“At Netflix, we are competing for our customers’ time, so our competitors include Snapchat, YouTube, sleep etc.”

What an extraordinary thought, don’t you think? Sleep is one of their competitors.  Netflix is just like any other business – it desires to grow, to improve market share; part of its mission statement is even to promise its employees huge impact – presumably, it wishes to influence the world and become a global giant. And one of its competitors, which must presumably be beaten, is sleep.

In Friday’s assembly, I held up a little yellow book written by a man called James Williams, called Stand out of our light; freedom and resistance in the attention economy. Williams had been working for another global giant, Google, whose mission statement is “to organise the world’s information and make it universally accessible and useful”. The world’s information – that is a pretty high ambition, and Williams admired it. Yet after a few years, he realised that, despite the fact that he had more technology and access to knowledge in his life than ever before, he was, in fact, finding it harder than ever to do the things he really wanted to do.

Think of your goals in life. For many adults, it might be ‘spend more time with the family’, ‘be a better father’, ‘sail across the Atlantic’; for you, it may be ‘get to grade 8 in the violin’, ‘play for the 1st XV’, ‘become a monitor’, ‘go to Cambridge’.  Technology, if it really is aiming to be useful, should be supporting us achieve these life goals. But what is our actual experience of technology? What we actually find is an endless list of products which are designed purely to catch our attention, measured by number of views, time on their site, number of clicks, total conversions. Their purpose is to hold you in, to pray on your needs and to feed addiction. Their purpose is to grow; to sell advertising; to make money. Why else would Microsoft and Oracle compete to pay huge money for TikTok? And they are winning: how much time do you spend on your phone? Why? Are you checking social media? Are you binge-watching TV series? Are you playing computer games? Are you viewing endless websites that offer ‘top 10 most grotesque animals’ or news articles like ‘Exclusive: James Norton kisses girlfriend Imogen Poots as they enjoy a romantic gondola ride’ or ‘Sue Barker AXED as BBC plan shake up of Question of Sport’ – those last two from the Mail Online yesterday! Well, yes, we are. The Mail has more online readers than any other newspaper. And you can count the clicks on your phone; in fact, it will do it for you and then horrify you with the hours you have been on it that day.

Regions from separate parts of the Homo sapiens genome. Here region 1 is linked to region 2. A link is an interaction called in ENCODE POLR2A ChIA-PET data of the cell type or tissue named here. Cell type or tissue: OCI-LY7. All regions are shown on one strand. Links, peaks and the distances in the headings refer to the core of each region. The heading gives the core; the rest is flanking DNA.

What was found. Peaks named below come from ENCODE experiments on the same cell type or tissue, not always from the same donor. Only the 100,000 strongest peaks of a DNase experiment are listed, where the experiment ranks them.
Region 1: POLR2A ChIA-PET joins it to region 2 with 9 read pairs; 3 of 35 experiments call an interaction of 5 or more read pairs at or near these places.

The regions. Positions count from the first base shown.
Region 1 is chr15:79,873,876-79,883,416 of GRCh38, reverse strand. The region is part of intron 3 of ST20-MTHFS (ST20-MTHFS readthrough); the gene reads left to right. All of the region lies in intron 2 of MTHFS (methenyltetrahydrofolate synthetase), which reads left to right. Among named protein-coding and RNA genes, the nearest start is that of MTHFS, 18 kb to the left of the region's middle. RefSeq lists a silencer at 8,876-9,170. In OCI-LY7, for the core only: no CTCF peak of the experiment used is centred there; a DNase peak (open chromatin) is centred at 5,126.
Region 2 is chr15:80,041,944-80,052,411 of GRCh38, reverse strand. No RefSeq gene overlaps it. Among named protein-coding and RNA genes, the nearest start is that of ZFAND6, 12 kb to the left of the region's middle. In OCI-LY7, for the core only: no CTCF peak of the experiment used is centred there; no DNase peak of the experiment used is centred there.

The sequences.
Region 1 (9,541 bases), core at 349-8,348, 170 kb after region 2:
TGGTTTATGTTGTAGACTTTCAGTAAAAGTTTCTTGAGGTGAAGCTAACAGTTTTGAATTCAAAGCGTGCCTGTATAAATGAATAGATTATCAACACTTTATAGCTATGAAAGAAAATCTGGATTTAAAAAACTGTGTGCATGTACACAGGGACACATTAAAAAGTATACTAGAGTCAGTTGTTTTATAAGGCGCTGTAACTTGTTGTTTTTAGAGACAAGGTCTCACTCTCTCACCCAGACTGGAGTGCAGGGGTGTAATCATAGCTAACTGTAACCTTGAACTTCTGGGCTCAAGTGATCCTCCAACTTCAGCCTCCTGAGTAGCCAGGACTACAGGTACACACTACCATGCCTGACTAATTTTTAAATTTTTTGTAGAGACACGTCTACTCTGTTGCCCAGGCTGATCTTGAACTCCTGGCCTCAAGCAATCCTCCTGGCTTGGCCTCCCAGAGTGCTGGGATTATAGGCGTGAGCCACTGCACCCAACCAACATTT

The question Williams asks in his book is: if technology is everywhere, and takes up so much of our lives, then presumably something which we had before is also losing out – something has to make way for technology to be so successful; and that something is our attention. And we need our attention to be in the right place, otherwise we cannot achieve the human goals that we wish to achieve. The most provocative paragraph in an already provocative books reads like this:

“What do you pay when you pay attention? You pay with all the things you could have attended to, but didn’t; all the goals you could have pursued; all the actions you didn’t take; and all the possible ‘you’s you could have been had you attended to those other things. Attention is paid in possible futures foregone. You pay for that extra Game of Thrones episode with the heart to heart talk you could have had with a friend. You pay for that extra hour on social media with the sleep you didn’t get and the fresh feeling you didn’t have the next morning. You pay for giving in to that outrage inducing clickbait about that politician you hate, with the patience and empathy it took from you, and the anger you have at yourself for allowing yourself to take the bait in the first place. 

We pay attention with the lives we might have lived. When we consider the costs in this wider view, the question of attention […] becomes the question of having the freedom to navigate your life in the way you want, across all scales of the human experience.”

So, when you are next online, ask yourself a few questions. Are my goals the same as this company’s goals? (almost certainly not) How is this going to help me achieve the life I wish to lead? Am I, in fact, being led by something which is out of control? Do I want that? Can I regain control? Because the question of where we place your limited attention is critical to the person we end up being; so try to use your attention wisely.

Back to all news